Referring to FIG. 7, a flow chart and block diagram shows the routine 170 employed by the network protector relay 100 of FIG. 4 for the trip functions of FIGS. 2 and 5. As employed in FIG. 7, reference numbers 139, 179, 181, 183, 185, 187, 189, 191, 193 and 195 correspond to the same numbered steps of FIG. 8E of U.S. Pat. No. 5,822,165.
As disclosed in U.S. Pat. No. 5,822,165, following a pumping routine (not shown), if a remote trip command (not shown) has been received over the communications network 118 of FIG. 4, a trip condition 138 is generated. Otherwise, a determination is made at 139 as to whether a “watt-var” mode has been enabled. If not, the program transfers to the traditional (sensitive) trip algorithm at 173 of FIG. 7. This algorithm implements the trip characteristic 31 shown in FIG. 2. Initially, the traditional trip algorithm is run at 173. If the traditional trip is not satisfied at 175, that is, the positive sequence current vector ISC 37′ is not in the trip region 43 of FIGS. 2 and 5, then the program transfers to the “Gull-wing” trip algorithm at 176 of FIG. 7. This algorithm implements the trip characteristic of the “Gull-wing” region 133 shown in FIG. 5. If the “Gull-wing” trip is satisfied at 177, then step 179 is executed as discussed below. Otherwise, the trip delay time count is reset at 178.
On the other hand, if the traditional trip is satisfied at 175, and the trip delay time has been set to 0, as determined at 179, and the overcurrent setpoint is 0 as determined at 181, then a trip condition 138 is generated. If a traditional plus non-sensitive mode has been selected, which includes a small semi-circular instantaneous trip region (not shown), then a trip condition 138 is generated if the positive sequence current vector ISC 37′ is within that region as indicated at 183. The instantaneous trip condition can occur when the feeder is open and there is reverse current magnetizing the secondary of the feeder transformer. The trip condition 138 is also generated if the positive sequence current vector ISC 37′ is more than the overcurrent limit, as indicated at 184.
Returning to block 179, if the time delay is other than zero and the overcurrent setpoint is equal to zero, as indicated at 185, then a trip condition 138 is generated. A trip condition 138 is also generated if the overcurrent is exceeded at 187. If not, and the delay is infinite as determined at 189, then the trip delay time count is reset at 178. Otherwise, a check is made at 191 to see if a delayed trip has been generated. If the time has not expired at 191, then a float condition is indicated at 193. Otherwise, a trip condition 138 is generated.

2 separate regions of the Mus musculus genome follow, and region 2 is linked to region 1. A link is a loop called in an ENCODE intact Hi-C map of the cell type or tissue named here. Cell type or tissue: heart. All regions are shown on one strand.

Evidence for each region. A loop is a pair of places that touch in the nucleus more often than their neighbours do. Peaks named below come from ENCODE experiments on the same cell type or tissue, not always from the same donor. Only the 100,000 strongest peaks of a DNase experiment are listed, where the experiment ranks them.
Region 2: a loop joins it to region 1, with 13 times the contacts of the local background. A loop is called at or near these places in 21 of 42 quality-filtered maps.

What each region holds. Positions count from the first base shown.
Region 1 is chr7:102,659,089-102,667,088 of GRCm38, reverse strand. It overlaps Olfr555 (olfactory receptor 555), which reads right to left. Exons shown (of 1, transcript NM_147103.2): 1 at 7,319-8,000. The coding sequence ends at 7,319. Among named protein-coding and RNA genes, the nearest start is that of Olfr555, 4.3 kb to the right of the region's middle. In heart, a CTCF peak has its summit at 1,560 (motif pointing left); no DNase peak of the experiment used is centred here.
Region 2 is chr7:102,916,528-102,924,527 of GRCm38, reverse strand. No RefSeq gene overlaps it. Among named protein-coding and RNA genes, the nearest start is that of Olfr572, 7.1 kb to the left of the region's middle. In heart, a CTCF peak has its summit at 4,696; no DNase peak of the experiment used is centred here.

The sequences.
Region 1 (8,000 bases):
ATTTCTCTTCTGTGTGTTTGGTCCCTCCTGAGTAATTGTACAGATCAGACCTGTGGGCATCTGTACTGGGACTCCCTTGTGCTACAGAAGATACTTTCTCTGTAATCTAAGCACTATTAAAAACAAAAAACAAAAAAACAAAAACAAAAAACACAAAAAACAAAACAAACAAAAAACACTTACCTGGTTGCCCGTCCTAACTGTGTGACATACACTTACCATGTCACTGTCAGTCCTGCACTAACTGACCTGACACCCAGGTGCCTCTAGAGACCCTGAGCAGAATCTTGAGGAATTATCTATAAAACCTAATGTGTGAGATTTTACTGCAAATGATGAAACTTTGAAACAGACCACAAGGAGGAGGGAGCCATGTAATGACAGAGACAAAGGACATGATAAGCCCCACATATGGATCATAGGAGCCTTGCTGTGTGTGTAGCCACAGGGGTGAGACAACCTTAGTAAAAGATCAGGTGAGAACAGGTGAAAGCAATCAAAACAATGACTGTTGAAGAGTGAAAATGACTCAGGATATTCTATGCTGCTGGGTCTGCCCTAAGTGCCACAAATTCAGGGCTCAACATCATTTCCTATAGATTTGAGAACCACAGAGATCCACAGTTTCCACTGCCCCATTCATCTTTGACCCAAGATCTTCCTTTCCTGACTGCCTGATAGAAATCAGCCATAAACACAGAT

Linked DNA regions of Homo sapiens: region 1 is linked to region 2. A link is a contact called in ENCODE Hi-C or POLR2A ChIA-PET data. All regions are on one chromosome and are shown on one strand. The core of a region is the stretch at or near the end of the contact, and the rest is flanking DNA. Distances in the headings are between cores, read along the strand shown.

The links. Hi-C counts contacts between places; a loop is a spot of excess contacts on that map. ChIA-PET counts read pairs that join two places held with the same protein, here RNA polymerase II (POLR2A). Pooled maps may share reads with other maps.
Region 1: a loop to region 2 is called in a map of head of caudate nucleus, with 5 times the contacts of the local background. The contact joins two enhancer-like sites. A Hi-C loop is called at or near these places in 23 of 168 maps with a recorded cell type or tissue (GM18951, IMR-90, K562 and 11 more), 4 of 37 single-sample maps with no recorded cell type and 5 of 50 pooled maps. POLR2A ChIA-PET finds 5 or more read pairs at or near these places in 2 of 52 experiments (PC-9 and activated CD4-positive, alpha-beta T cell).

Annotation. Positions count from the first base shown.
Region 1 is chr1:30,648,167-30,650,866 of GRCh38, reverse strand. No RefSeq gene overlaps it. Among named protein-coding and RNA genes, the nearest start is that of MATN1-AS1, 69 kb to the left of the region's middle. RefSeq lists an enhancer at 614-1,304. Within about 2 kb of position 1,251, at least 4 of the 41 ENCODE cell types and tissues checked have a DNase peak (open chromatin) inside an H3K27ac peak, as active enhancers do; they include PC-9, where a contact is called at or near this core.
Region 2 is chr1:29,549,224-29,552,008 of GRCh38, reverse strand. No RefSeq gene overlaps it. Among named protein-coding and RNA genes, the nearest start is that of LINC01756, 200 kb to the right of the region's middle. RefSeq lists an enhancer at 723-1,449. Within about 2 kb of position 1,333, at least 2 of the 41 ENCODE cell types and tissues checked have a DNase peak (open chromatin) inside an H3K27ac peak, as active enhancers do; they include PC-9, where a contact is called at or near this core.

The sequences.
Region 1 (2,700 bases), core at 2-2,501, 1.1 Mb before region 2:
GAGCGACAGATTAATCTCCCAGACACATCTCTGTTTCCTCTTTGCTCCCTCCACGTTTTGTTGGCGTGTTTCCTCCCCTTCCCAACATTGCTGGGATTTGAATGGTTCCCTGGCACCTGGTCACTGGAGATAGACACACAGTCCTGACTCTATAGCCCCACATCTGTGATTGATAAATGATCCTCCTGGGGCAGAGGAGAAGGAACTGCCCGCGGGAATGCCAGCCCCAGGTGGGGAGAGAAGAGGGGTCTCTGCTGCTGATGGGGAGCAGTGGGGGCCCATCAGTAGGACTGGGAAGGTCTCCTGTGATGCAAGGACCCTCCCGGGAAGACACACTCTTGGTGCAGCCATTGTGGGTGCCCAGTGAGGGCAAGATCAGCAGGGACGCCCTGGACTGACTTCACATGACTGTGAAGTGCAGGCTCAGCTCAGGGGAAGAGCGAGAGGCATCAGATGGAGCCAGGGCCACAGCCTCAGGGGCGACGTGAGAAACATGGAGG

After 178, tests are provided to determine if an open circuit breaker can be closed. If the negative sequence phasing voltage is high at 195, this indicates improper wiring, such as crossed phases on the transformer or the network, and, therefore, a trip condition is generated at 138.
The exemplary network protector relay 100 provides a “Gull-Wing” trip characteristic 132. This provides enhanced trip functionality over a traditional network protector relay trip characteristic as deployed by electromechanical and first generation solid state devices. The exemplary trip characteristic 132 provides a novel mechanism of addressing all possible network backfeed system conditions including those with implementations of low-loss feeder transformers which could result in sustained system backfeeds if existing conventional network protector relay technology were utilized.
Any solution proposals to the described backfeed condition that might suggest tuning the traditional tilt angle 45 to the particular system parameters at a given location are flawed in that for the very worst case, the open feeder system extremes for the resulting backfeed (IM or IC) are in theory 180° apart. Therefore, no matter how well the tilt angle is tuned, the 180° boundary remains without any margin. On the other hand, the exemplary “Gull-Wing” trip region 133 encapsulates the 180° theoretical spread and a needed safety margin.
While specific embodiments of the invention have been described in detail, it will be appreciated by those skilled in the art that various modifications and alternatives to those details could be developed in light of the overall teachings of the disclosure. Accordingly, the particular arrangements disclosed are meant to be illustrative only and not limiting as to the scope of invention which is to be given the full breadth of the claims appended and any and all equivalents thereof.
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|U.S. Classification||361/93.2, 361/78, 361/65, 361/76, 361/63|
|Oct 3, 2001||AS||Assignment|
Owner name: EATON CORPORATION, OHIO
Free format text: ASSIGNMENT OF ASSIGNORS INTEREST;ASSIGNORS:SMITH, DAVID ROBERT;MOFFAT, JOHN ROBERT JR.;KENNY, THOMAS JOSEPH;REEL/FRAME:012239/0049
Effective date: 20010924